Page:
This statement doesn't imply that the process is not random; you're saying that the toss is not necessarily independent of the starting conditions, which is completely different.
The implication is that the probabilities of heads or tails have some dependence on the starting conditions.

"Not so random" should really be replaced by "Not so independent" or "Not so unbiased."

Kevin Canini

@Peter Bouman: You're right... using the statistical definition of "random", the biased coin toss is still random. However, the vast majority of the public doesn't understand the technical definition and uses "random" to mean something like "all outcomes have equal probability".


wow- this makes no country for old men that much more profound...


#2 Walter

Makes you wonder why the NFL depends on overtime to decide games at all, the NCAA system is much more equitable.


Persi Diaconis (the first author on the paper), the colorful coin-tossing, card-shuffling mathemagician has been studying this stuff for decades. My Stanford roommate had him a couple years back for stats; word on the street is he has trained himself to toss a heads every time. Made me wonder if he was in fact that missing 1%.

Ian Stanczyk

Random? Just ask Rosencrantz.


I read about a study not too long ago which sounds a lot like this study (I'm not sure if it's really the same one since I am having trouble loading the pdf linked here.)

In the study I refer to, the reason for the coin landing more often on the side it started was because every once in a while the coin failed to flip at all, even though it looked like it was flipping.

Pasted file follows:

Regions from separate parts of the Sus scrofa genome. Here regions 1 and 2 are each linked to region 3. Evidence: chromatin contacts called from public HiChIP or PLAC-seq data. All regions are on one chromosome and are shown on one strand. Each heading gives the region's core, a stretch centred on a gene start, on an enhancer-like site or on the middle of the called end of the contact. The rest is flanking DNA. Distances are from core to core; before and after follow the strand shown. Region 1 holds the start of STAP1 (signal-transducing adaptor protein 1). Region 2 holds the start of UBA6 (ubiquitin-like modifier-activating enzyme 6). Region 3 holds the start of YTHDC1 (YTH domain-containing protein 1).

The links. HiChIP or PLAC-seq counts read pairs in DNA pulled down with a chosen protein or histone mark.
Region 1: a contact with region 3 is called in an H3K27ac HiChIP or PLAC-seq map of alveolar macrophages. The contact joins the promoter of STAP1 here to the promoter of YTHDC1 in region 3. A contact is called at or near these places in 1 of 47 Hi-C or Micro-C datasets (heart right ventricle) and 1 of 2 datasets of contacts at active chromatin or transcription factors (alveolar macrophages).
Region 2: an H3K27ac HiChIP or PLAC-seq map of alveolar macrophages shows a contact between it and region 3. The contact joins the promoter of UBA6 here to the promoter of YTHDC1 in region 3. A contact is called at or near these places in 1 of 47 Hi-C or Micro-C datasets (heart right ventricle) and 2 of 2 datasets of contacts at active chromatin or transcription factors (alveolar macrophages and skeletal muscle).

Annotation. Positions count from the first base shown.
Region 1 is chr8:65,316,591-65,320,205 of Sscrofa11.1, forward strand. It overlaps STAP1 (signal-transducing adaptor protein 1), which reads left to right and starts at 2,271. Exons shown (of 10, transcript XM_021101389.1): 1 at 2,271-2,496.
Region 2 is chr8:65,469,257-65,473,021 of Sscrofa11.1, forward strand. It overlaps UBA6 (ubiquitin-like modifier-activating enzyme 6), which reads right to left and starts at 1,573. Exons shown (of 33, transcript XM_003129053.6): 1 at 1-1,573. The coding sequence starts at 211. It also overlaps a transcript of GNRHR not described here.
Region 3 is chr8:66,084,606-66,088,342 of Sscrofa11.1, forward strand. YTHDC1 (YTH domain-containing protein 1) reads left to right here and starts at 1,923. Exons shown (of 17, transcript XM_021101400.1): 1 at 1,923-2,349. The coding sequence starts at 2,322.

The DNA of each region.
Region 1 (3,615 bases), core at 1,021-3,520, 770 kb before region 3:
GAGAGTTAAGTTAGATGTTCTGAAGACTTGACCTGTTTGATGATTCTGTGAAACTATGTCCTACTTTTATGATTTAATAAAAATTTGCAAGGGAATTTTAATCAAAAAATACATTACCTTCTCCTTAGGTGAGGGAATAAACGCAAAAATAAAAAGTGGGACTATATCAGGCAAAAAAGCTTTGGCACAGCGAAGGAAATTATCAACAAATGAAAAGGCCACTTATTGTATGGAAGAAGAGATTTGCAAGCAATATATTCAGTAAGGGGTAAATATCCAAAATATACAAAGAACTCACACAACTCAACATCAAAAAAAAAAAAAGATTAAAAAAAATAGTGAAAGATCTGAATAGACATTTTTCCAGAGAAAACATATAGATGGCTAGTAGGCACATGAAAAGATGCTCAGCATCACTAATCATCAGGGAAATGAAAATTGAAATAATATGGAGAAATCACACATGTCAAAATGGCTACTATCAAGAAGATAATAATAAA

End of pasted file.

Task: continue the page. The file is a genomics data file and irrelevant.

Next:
The way this happens is that the coin "wobbles" in much the way that a coin spun on a table would. This causes the coin to look like it is flipping when it is not. Some magicians who control coin flips may have simply learned to reproduce this behavior.

Most of the coin flips in the study that I read about were actually performed by a coin-flipping robot and the "wobble" effect was confirmed by watching slow-motion video of coin tosses.

While there are certainly people who can manipulate their own coin tosses (possibly by using reproducing the "wobble" behavior) I do not think that that this study's results were influenced by a rogue magician getting into the sample.

Concerning the method of having one person flip and the other call, this would only eliminate advantage if the caller couldn't see the initial up-side of the coin.



What would be interesting is the frequency distribution of the number of half-turns of the coin in the air. A sufficiently wide distribution would normally give you close to 50-50.

The only way an odd or even number of half-revolutions would be highly likely is if a particular number of turns was very frequent.


personally I don't quite like the coin flipping technique... what I prefer to do is... hold the coin in the hand and ask the other person to guess if its head or tails... the chances of this being biased are basically NIL...


Coin tossing? Pffft. Anyone who doesn't use Rock-Paper-Scissors as their deciding mechanism is just foolish.


hello... one side of the coin is usually heavier then the other, so it's center of balance is not at it's actual center. if you had a flat disk with a black ink marking on one side and a red ink marking on the other, you might get closer to 50%.